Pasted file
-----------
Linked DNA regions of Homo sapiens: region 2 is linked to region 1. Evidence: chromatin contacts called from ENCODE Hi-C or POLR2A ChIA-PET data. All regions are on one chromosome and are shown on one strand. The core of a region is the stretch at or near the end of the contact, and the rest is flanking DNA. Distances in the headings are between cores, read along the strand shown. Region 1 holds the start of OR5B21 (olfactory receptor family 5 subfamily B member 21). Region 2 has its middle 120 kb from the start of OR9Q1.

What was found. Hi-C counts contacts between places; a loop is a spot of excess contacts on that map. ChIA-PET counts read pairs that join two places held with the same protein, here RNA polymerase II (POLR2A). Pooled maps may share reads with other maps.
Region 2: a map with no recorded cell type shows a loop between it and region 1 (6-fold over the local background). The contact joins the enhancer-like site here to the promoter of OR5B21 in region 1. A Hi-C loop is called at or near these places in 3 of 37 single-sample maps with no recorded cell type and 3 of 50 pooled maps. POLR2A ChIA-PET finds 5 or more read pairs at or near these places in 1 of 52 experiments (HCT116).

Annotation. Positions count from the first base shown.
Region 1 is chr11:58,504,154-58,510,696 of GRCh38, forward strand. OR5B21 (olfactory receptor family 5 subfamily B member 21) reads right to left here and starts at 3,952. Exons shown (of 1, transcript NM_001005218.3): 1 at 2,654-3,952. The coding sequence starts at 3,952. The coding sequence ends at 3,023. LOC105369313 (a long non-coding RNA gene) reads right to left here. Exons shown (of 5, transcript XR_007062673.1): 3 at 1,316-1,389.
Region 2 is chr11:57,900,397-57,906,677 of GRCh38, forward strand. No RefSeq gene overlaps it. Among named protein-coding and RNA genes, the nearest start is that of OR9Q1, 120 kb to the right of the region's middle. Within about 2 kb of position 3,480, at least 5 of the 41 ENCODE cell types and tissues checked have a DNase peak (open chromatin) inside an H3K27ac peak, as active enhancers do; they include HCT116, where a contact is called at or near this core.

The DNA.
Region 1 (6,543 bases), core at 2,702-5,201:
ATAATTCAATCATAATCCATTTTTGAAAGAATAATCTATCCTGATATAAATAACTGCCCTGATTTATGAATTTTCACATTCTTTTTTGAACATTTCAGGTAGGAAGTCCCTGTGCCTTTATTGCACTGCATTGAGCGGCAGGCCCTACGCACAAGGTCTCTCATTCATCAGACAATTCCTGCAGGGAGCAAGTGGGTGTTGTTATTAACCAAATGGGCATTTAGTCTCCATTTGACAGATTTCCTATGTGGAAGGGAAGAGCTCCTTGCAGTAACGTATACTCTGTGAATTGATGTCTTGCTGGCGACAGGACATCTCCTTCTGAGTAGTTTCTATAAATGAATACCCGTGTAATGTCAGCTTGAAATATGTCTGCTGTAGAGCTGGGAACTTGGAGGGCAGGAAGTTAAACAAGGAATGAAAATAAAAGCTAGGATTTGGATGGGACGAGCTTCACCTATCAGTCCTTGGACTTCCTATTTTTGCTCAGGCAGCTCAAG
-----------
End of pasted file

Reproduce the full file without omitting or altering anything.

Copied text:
Linked DNA regions of Homo sapiens: region 2 is linked to region 1. Evidence: chromatin contacts called from ENCODE Hi-C or POLR2A ChIA-PET data. All regions are on one chromosome and are shown on one strand. The core of a region is the stretch at or near the end of the contact, and the rest is flanking DNA. Distances in the headings are between cores, read along the strand shown. Region 1 holds the start of OR5B21 (olfactory receptor family 5 subfamily B member 21). Region 2 has its middle 120 kb from the start of OR9Q1.

What was found. Hi-C counts contacts between places; a loop is a spot of excess contacts on that map. ChIA-PET counts read pairs that join two places held with the same protein, here RNA polymerase II (POLR2A). Pooled maps may share reads with other maps.
Region 2: a map with no recorded cell type shows a loop between it and region 1 (6-fold over the local background). The contact joins the enhancer-like site here to the promoter of OR5B21 in region 1. A Hi-C loop is called at or near these places in 3 of 37 single-sample maps with no recorded cell type and 3 of 50 pooled maps. POLR2A ChIA-PET finds 5 or more read pairs at or near these places in 1 of 52 experiments (HCT116).

Annotation. Positions count from the first base shown.
Region 1 is chr11:58,504,154-58,510,696 of GRCh38, forward strand. OR5B21 (olfactory receptor family 5 subfamily B member 21) reads right to left here and starts at 3,952. Exons shown (of 1, transcript NM_001005218.3): 1 at 2,654-3,952. The coding sequence starts at 3,952. The coding sequence ends at 3,023. LOC105369313 (a long non-coding RNA gene) reads right to left here. Exons shown (of 5, transcript XR_007062673.1): 3 at 1,316-1,389.
Region 2 is chr11:57,900,397-57,906,677 of GRCh38, forward strand. No RefSeq gene overlaps it. Among named protein-coding and RNA genes, the nearest start is that of OR9Q1, 120 kb to the right of the region's middle. Within about 2 kb of position 3,480, at least 5 of the 41 ENCODE cell types and tissues checked have a DNase peak (open chromatin) inside an H3K27ac peak, as active enhancers do; they include HCT116, where a contact is called at or near this core.

The DNA.
Region 1 (6,543 bases), core at 2,702-5,201:
ATAATTCAATCATAATCCATTTTTGAAAGAATAATCTATCCTGATATAAATAACTGCCCTGATTTATGAATTTTCACATTCTTTTTTGAACATTTCAGGTAGGAAGTCCCTGTGCCTTTATTGCACTGCATTGAGCGGCAGGCCCTACGCACAAGGTCTCTCATTCATCAGACAATTCCTGCAGGGAGCAAGTGGGTGTTGTTATTAACCAAATGGGCATTTAGTCTCCATTTGACAGATTTCCTATGTGGAAGGGAAGAGCTCCTTGCAGTAACGTATACTCTGTGAATTGATGTCTTGCTGGCGACAGGACATCTCCTTCTGAGTAGTTTCTATAAATGAATACCCGTGTAATGTCAGCTTGAAATATGTCTGCTGTAGAGCTGGGAACTTGGAGGGCAGGAAGTTAAACAAGGAATGAAAATAAAAGCTAGGATTTGGATGGGACGAGCTTCACCTATCAGTCCTTGGACTTCCTATTTTTGCTCAGGCAGCTCAAG